4. I. Dézsi. Proc. Conf. Appl. Mössbauer Effect, Tihany, 1969. Akadémiai Kiadó, Budapest (1971).
  5. I. Dézsi, U. Gonser, and G. Langouche, "Systematics of the Isomer Shifts of 57Fe in various Hosts." Phys. Rev. Lett. 62, 1659 (1989).
  6. I. Dézsi, I. Szucs, Cs. Fetzer, H. Pattyn, G. Langouche, H.-D. Phannes, R. Magalhães-Paniago. "Local interactions of 57Fe after electron capture of 57Co implanted in α-Al2O3 and in α-Fe2O3." J. Phys.: Cond. Matter 12, 2291-2296 (2000).
  7. Cs. Fetzer, I. Dézsi, A. Vantomme, M. F. Wu, S. Jin, H. Bender. "Ternary CoxFe(1-x)Si2 and NixFe(1-x)Si2 formed by ion implantation in silicon." J. Appl. Phys. 92, 3688 (2002).
  8. H. Domes, O. Leupold, D.L. Nagy, G. Ritter, H. Spiering, B. Molnár, I.S. Szucs. "Mössbauer study of short range order in frozen aqueous solutions of Fe(ClO4)2." J. Chem. Phys. 85, 7294 (1986).
  9. R. Doerfler, W. Gruber, P. Gütlich, K.M. Hasselbach, O. Leupold, B. Molnár, D.L. Nagy, G. Ritter, H. Spiering, F. Tuczek. "Mössbauer spectroscopic evidence of angle-dependent inter-system crossing in LiNbO3:Fe3+." Phys. Rev. Lett. 57, 2849 (1986).
  10. T. Becze-Deák, L. Bottyán, G. Corradi, L. Korecz, D.L. Nagy, K. Polgár, S. Sayed, H. Spiering. "Electron trapping centres and cross sections in LiNbO3 studied by 57Co Mössbauer emission spectroscopy." J. Phys.: Cond. Matter 11, 6239 (1999).
  11. L. Bottyan, B. Molnar, D.L. Nagy, I.S. Szucs, J. Toth, J. Dengler, G. Ritter, J. Schober. "Evidence for Fe4+ in YBa2(Cu1-xMx)3O7-y (M=57Co,57Fe) by absorption and emission Mössbauer spectroscopy." Phys. Rev. B 38, 11373 (1988).
  12. L. Deák, L. Bottyán, D.L. Nagy, H. Spiering. "The coherent forward scattering amplitude in transmission and grazing incidence Mössbauer spectroscopy." Phys. Rev. B 53, 6158 (1996).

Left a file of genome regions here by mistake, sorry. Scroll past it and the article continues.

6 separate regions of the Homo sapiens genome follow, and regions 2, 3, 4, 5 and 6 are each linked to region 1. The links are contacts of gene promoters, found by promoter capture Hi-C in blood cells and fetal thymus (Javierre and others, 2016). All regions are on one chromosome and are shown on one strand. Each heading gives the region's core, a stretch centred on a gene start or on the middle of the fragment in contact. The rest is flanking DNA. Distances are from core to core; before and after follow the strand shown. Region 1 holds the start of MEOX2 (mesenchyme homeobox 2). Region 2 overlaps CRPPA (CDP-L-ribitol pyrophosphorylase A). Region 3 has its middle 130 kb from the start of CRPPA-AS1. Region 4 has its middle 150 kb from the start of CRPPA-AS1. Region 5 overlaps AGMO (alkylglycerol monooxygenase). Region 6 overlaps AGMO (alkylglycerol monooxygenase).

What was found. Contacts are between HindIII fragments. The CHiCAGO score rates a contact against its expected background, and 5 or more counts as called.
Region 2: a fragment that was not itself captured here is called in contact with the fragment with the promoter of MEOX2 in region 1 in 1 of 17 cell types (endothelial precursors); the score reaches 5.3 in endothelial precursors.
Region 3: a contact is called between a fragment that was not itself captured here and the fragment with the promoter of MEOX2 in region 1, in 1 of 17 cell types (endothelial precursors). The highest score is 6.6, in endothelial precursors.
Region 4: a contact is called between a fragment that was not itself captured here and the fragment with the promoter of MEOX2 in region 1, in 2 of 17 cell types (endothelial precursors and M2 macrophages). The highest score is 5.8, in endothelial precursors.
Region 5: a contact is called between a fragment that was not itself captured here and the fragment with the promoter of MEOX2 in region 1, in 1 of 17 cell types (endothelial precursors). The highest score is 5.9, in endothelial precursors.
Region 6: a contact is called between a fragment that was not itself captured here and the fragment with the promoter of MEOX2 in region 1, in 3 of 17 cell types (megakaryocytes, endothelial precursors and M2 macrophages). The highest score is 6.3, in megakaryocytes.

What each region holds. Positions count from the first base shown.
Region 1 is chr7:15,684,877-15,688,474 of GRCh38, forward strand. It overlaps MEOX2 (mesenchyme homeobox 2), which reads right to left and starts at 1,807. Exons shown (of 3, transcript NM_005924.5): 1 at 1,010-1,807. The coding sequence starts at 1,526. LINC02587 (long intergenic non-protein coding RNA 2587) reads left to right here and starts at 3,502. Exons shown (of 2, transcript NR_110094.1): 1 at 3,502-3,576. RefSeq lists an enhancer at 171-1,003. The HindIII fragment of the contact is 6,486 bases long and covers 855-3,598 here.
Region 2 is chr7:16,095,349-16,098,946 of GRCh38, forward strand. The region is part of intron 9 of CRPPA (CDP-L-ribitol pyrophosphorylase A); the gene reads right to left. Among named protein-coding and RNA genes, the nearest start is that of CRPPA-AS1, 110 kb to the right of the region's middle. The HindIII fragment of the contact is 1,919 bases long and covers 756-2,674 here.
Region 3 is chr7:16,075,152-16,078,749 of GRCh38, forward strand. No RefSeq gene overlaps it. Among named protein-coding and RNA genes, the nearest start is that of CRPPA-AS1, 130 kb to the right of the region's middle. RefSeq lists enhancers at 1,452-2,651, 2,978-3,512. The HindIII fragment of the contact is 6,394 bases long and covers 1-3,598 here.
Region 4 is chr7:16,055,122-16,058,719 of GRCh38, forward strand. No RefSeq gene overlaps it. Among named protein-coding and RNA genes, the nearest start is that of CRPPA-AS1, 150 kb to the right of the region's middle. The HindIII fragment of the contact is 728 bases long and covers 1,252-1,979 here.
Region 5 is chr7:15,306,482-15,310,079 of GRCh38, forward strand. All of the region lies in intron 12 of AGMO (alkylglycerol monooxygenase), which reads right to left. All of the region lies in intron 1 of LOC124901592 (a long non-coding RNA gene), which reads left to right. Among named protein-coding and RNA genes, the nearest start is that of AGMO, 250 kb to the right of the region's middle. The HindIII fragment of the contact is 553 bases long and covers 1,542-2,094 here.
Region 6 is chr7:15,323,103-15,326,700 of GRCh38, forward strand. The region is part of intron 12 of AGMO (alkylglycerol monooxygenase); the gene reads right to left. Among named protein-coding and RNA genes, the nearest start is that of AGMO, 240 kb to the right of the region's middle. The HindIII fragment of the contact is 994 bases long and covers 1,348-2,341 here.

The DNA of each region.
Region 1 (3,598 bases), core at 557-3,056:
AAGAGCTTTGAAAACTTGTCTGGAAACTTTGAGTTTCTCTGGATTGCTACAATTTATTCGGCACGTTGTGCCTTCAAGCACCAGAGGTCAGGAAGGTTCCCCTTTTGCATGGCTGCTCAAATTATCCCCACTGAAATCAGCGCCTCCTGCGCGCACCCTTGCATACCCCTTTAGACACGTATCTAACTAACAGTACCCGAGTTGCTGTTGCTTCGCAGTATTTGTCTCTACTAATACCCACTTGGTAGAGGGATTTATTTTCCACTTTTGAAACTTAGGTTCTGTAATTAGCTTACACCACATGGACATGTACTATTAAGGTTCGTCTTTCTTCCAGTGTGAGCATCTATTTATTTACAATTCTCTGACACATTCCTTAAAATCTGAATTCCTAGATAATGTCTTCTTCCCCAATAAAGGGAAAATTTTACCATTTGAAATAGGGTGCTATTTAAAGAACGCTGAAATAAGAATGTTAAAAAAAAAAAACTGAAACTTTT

13. L. Deák, L. Bottyán, D.L. Nagy, H. Spiering. "A common optical algorithm for the evaluation of specular spin polarized neutron and Mössbauer reflectivities." Physica B 297, 113 (2001).
  14. D.L. Nagy, L. Bottyán, B. Croonenborghs, L. Deák, B. Degroote, J. Dekoster, H.J. Lauter, V. Lauter-Pasyuk, O. Leupold, M. Major, J. Meersschaut, O. Nikonov, A. Petrenko, R. Rüffer, H. Spiering, E. Szilágyi. "Coarsening of Antiferromagnetic Domains in Multilayers: The Key Role of Magnetocrystalline Anisotropy." Phys. Rev. Lett. 88, 157202 (2002).

Mössbauer Laboratory at the Institute of Isotope and Surface Chemistry
Chemical Research Centre
Hungarian Academy of Sciences
Budapest

Károly Lázár
Institute of Isotope and Surface Chemistry
Chemical Research Centre
Hungarian Academy of Sciences
Budapest

From Left to Right: Károly Lázár, Annamária Murányi-Szeleczky, János Megyeri, and László Szirtes.

The Mössbauer Laboratory at the Institute of Isotope and Surface Chemistry was established in 1979 as a part of the Catalysis Department (headed at that time by László Guczi). The Department of Catalysis and Tracer Studies was formed in 1992, and the Laboratory is one of the constituting groups of that Department since that time.